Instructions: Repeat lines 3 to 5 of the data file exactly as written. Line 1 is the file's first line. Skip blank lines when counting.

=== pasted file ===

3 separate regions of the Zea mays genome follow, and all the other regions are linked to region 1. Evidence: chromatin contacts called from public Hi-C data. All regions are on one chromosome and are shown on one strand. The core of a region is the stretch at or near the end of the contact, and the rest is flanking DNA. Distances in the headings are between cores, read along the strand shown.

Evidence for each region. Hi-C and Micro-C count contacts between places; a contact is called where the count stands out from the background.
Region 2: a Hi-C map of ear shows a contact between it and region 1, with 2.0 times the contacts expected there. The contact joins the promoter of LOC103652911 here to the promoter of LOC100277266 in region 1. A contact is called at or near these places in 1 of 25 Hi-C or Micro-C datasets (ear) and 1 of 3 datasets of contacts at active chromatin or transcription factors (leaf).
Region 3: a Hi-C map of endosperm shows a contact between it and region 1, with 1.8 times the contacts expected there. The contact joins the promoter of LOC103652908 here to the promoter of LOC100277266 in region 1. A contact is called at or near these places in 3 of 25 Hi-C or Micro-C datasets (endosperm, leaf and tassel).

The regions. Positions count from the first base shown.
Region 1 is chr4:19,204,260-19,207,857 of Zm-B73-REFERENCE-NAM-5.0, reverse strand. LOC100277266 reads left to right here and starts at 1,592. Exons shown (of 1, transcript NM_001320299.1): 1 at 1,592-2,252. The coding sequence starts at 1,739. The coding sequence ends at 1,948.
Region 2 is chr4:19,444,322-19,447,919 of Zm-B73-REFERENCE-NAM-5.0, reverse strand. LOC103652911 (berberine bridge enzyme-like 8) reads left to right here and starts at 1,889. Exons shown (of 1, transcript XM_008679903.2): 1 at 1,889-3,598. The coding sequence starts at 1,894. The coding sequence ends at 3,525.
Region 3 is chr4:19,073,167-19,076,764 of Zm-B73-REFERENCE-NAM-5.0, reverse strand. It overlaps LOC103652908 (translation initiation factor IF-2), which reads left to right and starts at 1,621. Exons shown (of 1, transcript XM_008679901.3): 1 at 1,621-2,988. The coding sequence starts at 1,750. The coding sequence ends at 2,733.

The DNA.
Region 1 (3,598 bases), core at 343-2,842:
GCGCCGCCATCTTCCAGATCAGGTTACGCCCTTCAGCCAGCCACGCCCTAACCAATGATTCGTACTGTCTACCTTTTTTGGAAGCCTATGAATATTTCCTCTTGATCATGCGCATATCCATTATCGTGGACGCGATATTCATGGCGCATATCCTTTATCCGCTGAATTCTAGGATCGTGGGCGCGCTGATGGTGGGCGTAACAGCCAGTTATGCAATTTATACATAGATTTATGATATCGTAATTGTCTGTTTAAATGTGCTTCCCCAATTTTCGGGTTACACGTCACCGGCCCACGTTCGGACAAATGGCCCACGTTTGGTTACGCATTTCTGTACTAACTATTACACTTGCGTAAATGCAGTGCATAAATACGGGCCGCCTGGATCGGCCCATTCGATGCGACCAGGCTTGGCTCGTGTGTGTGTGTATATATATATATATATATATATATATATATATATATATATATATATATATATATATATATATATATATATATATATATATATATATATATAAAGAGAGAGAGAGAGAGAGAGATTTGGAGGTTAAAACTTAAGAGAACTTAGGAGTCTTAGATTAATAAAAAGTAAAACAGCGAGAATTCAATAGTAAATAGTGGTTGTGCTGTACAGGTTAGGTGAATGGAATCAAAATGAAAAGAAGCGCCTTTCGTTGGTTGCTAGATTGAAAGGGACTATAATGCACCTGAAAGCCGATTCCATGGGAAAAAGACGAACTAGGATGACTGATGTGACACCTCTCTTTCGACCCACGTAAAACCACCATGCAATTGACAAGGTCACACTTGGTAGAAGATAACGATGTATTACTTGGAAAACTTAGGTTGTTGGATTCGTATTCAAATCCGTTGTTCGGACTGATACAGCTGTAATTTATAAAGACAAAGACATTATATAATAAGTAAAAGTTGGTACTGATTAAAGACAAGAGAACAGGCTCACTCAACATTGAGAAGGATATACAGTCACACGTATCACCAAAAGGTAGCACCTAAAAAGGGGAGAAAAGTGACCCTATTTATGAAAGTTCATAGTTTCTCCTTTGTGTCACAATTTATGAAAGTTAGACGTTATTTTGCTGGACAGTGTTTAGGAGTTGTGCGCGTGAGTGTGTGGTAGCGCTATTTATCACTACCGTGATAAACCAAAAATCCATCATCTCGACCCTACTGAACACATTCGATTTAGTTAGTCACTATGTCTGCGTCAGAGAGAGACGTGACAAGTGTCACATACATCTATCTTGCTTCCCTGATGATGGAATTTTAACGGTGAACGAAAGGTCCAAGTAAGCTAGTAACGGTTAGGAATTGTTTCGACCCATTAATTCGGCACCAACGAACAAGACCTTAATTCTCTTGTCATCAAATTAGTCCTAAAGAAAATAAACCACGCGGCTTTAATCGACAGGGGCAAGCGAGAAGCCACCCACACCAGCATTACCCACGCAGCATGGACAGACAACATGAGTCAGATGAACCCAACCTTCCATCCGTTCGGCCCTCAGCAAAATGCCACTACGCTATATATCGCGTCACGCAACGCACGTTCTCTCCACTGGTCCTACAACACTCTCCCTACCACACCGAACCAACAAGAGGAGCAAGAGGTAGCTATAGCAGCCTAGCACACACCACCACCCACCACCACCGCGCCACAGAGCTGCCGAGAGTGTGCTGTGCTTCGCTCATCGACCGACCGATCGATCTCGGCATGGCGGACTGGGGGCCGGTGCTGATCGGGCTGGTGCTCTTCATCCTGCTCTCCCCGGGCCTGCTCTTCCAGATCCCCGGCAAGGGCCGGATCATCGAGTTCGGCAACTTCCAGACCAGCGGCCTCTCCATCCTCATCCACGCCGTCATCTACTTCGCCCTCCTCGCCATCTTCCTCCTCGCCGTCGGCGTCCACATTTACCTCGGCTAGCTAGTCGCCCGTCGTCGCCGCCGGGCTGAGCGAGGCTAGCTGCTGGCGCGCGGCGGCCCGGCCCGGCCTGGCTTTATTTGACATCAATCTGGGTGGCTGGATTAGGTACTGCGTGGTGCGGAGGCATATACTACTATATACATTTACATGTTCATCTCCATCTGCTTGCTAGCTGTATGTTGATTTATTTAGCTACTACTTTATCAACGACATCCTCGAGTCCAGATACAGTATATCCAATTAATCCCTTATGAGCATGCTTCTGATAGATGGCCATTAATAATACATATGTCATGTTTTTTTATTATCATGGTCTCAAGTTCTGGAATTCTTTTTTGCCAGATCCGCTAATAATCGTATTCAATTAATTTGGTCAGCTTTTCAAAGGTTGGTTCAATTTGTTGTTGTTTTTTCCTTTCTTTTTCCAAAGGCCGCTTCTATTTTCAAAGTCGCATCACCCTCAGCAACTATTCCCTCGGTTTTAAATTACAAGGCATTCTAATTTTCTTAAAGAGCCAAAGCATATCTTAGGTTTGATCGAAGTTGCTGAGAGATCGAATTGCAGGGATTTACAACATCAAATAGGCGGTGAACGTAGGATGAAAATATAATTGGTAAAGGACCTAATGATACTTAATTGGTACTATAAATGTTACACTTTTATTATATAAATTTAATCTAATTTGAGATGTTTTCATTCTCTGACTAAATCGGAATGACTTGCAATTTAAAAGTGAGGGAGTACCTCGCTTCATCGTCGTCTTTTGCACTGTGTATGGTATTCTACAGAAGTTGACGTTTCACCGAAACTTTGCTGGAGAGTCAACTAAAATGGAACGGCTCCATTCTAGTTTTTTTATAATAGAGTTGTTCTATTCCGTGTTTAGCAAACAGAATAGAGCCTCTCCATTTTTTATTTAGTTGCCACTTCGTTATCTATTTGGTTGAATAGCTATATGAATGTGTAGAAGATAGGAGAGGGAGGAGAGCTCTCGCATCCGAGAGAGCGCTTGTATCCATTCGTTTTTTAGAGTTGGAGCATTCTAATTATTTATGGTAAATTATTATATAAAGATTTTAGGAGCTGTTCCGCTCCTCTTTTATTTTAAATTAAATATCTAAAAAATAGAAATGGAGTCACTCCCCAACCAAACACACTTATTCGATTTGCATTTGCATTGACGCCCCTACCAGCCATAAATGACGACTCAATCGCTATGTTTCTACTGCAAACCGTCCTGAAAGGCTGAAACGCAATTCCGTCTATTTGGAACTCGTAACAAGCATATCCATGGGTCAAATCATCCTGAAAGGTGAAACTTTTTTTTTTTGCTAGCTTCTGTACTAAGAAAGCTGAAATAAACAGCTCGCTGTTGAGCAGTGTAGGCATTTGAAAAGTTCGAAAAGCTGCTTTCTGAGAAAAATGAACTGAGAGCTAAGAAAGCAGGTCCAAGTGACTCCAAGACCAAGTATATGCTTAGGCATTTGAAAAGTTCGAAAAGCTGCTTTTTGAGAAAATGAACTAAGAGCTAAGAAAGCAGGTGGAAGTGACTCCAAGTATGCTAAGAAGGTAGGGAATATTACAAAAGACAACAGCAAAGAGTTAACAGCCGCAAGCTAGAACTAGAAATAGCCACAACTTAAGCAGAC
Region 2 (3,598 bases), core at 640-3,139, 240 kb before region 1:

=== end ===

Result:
Region 2: a Hi-C map of ear shows a contact between it and region 1, with 2.0 times the contacts expected there. The contact joins the promoter of LOC103652911 here to the promoter of LOC100277266 in region 1. A contact is called at or near these places in 1 of 25 Hi-C or Micro-C datasets (ear) and 1 of 3 datasets of contacts at active chromatin or transcription factors (leaf).
Region 3: a Hi-C map of endosperm shows a contact between it and region 1, with 1.8 times the contacts expected there. The contact joins the promoter of LOC103652908 here to the promoter of LOC100277266 in region 1. A contact is called at or near these places in 3 of 25 Hi-C or Micro-C datasets (endosperm, leaf and tassel).

The regions. Positions count from the first base shown.